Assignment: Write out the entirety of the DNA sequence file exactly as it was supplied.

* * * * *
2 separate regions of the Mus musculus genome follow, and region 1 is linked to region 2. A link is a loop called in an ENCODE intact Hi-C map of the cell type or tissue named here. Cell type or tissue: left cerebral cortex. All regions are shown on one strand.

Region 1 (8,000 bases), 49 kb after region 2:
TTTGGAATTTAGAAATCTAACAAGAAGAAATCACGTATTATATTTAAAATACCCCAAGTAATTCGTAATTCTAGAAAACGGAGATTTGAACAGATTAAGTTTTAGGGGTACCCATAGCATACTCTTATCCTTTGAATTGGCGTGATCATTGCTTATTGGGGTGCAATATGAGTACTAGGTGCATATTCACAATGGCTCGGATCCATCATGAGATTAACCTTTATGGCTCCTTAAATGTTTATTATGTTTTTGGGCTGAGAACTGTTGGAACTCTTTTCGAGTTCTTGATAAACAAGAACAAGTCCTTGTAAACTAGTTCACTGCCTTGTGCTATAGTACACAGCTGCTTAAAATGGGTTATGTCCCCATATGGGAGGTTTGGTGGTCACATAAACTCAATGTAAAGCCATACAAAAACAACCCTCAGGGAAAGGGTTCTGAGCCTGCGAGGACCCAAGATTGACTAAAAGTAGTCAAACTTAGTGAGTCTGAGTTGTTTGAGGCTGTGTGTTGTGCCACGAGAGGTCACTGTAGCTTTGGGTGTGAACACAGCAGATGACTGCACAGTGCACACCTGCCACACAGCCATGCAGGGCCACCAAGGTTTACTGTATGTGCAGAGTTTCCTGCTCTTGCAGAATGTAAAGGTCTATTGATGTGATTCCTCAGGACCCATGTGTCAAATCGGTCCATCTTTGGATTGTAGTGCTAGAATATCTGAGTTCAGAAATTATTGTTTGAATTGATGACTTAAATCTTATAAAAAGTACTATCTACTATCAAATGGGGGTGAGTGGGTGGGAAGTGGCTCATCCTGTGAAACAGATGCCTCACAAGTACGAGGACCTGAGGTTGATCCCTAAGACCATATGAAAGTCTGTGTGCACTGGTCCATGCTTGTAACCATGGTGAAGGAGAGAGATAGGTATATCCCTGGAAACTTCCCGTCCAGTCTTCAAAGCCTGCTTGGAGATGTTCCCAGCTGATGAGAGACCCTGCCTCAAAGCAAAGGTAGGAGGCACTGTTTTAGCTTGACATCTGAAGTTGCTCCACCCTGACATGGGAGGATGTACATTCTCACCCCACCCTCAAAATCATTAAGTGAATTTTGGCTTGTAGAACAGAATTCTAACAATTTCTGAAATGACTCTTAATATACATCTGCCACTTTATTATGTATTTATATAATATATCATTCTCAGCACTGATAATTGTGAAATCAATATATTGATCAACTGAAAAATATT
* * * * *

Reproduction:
2 separate regions of the Mus musculus genome follow, and region 1 is linked to region 2. A link is a loop called in an ENCODE intact Hi-C map of the cell type or tissue named here. Cell type or tissue: left cerebral cortex. All regions are shown on one strand.

Region 1 (8,000 bases), 49 kb after region 2:
TTTGGAATTTAGAAATCTAACAAGAAGAAATCACGTATTATATTTAAAATACCCCAAGTAATTCGTAATTCTAGAAAACGGAGATTTGAACAGATTAAGTTTTAGGGGTACCCATAGCATACTCTTATCCTTTGAATTGGCGTGATCATTGCTTATTGGGGTGCAATATGAGTACTAGGTGCATATTCACAATGGCTCGGATCCATCATGAGATTAACCTTTATGGCTCCTTAAATGTTTATTATGTTTTTGGGCTGAGAACTGTTGGAACTCTTTTCGAGTTCTTGATAAACAAGAACAAGTCCTTGTAAACTAGTTCACTGCCTTGTGCTATAGTACACAGCTGCTTAAAATGGGTTATGTCCCCATATGGGAGGTTTGGTGGTCACATAAACTCAATGTAAAGCCATACAAAAACAACCCTCAGGGAAAGGGTTCTGAGCCTGCGAGGACCCAAGATTGACTAAAAGTAGTCAAACTTAGTGAGTCTGAGTTGTTTGAGGCTGTGTGTTGTGCCACGAGAGGTCACTGTAGCTTTGGGTGTGAACACAGCAGATGACTGCACAGTGCACACCTGCCACACAGCCATGCAGGGCCACCAAGGTTTACTGTATGTGCAGAGTTTCCTGCTCTTGCAGAATGTAAAGGTCTATTGATGTGATTCCTCAGGACCCATGTGTCAAATCGGTCCATCTTTGGATTGTAGTGCTAGAATATCTGAGTTCAGAAATTATTGTTTGAATTGATGACTTAAATCTTATAAAAAGTACTATCTACTATCAAATGGGGGTGAGTGGGTGGGAAGTGGCTCATCCTGTGAAACAGATGCCTCACAAGTACGAGGACCTGAGGTTGATCCCTAAGACCATATGAAAGTCTGTGTGCACTGGTCCATGCTTGTAACCATGGTGAAGGAGAGAGATAGGTATATCCCTGGAAACTTCCCGTCCAGTCTTCAAAGCCTGCTTGGAGATGTTCCCAGCTGATGAGAGACCCTGCCTCAAAGCAAAGGTAGGAGGCACTGTTTTAGCTTGACATCTGAAGTTGCTCCACCCTGACATGGGAGGATGTACATTCTCACCCCACCCTCAAAATCATTAAGTGAATTTTGGCTTGTAGAACAGAATTCTAACAATTTCTGAAATGACTCTTAATATACATCTGCCACTTTATTATGTATTTATATAATATATCATTCTCAGCACTGATAATTGTGAAATCAATATATTGATCAACTGAAAAATATT